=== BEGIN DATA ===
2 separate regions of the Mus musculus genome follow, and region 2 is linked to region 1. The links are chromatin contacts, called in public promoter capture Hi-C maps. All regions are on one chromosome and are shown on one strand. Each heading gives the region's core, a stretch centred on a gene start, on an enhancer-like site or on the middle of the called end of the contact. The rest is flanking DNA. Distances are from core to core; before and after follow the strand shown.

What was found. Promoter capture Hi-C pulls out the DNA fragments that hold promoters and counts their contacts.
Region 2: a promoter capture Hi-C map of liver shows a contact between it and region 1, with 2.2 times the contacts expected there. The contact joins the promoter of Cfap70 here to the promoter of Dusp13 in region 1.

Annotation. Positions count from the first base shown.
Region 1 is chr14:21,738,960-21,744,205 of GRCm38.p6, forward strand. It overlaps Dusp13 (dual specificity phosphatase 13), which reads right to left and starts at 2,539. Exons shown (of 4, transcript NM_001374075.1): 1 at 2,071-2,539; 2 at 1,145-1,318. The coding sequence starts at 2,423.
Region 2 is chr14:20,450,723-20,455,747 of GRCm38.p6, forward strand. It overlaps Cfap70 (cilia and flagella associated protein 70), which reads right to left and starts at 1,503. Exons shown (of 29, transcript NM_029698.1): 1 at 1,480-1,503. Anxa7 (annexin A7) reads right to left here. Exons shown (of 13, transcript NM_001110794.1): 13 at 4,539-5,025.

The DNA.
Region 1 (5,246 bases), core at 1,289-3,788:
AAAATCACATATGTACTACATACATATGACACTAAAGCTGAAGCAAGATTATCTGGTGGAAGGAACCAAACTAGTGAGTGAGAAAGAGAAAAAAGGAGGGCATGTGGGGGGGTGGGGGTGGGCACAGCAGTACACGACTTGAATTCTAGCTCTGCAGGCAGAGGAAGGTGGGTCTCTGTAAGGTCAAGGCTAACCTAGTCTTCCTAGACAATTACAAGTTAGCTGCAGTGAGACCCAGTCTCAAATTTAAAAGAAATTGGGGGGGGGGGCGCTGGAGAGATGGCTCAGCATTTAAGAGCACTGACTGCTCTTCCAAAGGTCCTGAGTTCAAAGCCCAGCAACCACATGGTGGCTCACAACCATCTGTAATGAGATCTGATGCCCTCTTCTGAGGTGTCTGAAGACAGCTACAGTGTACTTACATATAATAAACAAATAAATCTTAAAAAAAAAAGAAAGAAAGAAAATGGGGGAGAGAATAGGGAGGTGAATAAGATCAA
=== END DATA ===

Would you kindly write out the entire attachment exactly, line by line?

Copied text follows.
2 separate regions of the Mus musculus genome follow, and region 2 is linked to region 1. The links are chromatin contacts, called in public promoter capture Hi-C maps. All regions are on one chromosome and are shown on one strand. Each heading gives the region's core, a stretch centred on a gene start, on an enhancer-like site or on the middle of the called end of the contact. The rest is flanking DNA. Distances are from core to core; before and after follow the strand shown.

What was found. Promoter capture Hi-C pulls out the DNA fragments that hold promoters and counts their contacts.
Region 2: a promoter capture Hi-C map of liver shows a contact between it and region 1, with 2.2 times the contacts expected there. The contact joins the promoter of Cfap70 here to the promoter of Dusp13 in region 1.

Annotation. Positions count from the first base shown.
Region 1 is chr14:21,738,960-21,744,205 of GRCm38.p6, forward strand. It overlaps Dusp13 (dual specificity phosphatase 13), which reads right to left and starts at 2,539. Exons shown (of 4, transcript NM_001374075.1): 1 at 2,071-2,539; 2 at 1,145-1,318. The coding sequence starts at 2,423.
Region 2 is chr14:20,450,723-20,455,747 of GRCm38.p6, forward strand. It overlaps Cfap70 (cilia and flagella associated protein 70), which reads right to left and starts at 1,503. Exons shown (of 29, transcript NM_029698.1): 1 at 1,480-1,503. Anxa7 (annexin A7) reads right to left here. Exons shown (of 13, transcript NM_001110794.1): 13 at 4,539-5,025.

The DNA.
Region 1 (5,246 bases), core at 1,289-3,788:
AAAATCACATATGTACTACATACATATGACACTAAAGCTGAAGCAAGATTATCTGGTGGAAGGAACCAAACTAGTGAGTGAGAAAGAGAAAAAAGGAGGGCATGTGGGGGGGTGGGGGTGGGCACAGCAGTACACGACTTGAATTCTAGCTCTGCAGGCAGAGGAAGGTGGGTCTCTGTAAGGTCAAGGCTAACCTAGTCTTCCTAGACAATTACAAGTTAGCTGCAGTGAGACCCAGTCTCAAATTTAAAAGAAATTGGGGGGGGGGGCGCTGGAGAGATGGCTCAGCATTTAAGAGCACTGACTGCTCTTCCAAAGGTCCTGAGTTCAAAGCCCAGCAACCACATGGTGGCTCACAACCATCTGTAATGAGATCTGATGCCCTCTTCTGAGGTGTCTGAAGACAGCTACAGTGTACTTACATATAATAAACAAATAAATCTTAAAAAAAAAAGAAAGAAAGAAAATGGGGGAGAGAATAGGGAGGTGAATAAGATCAA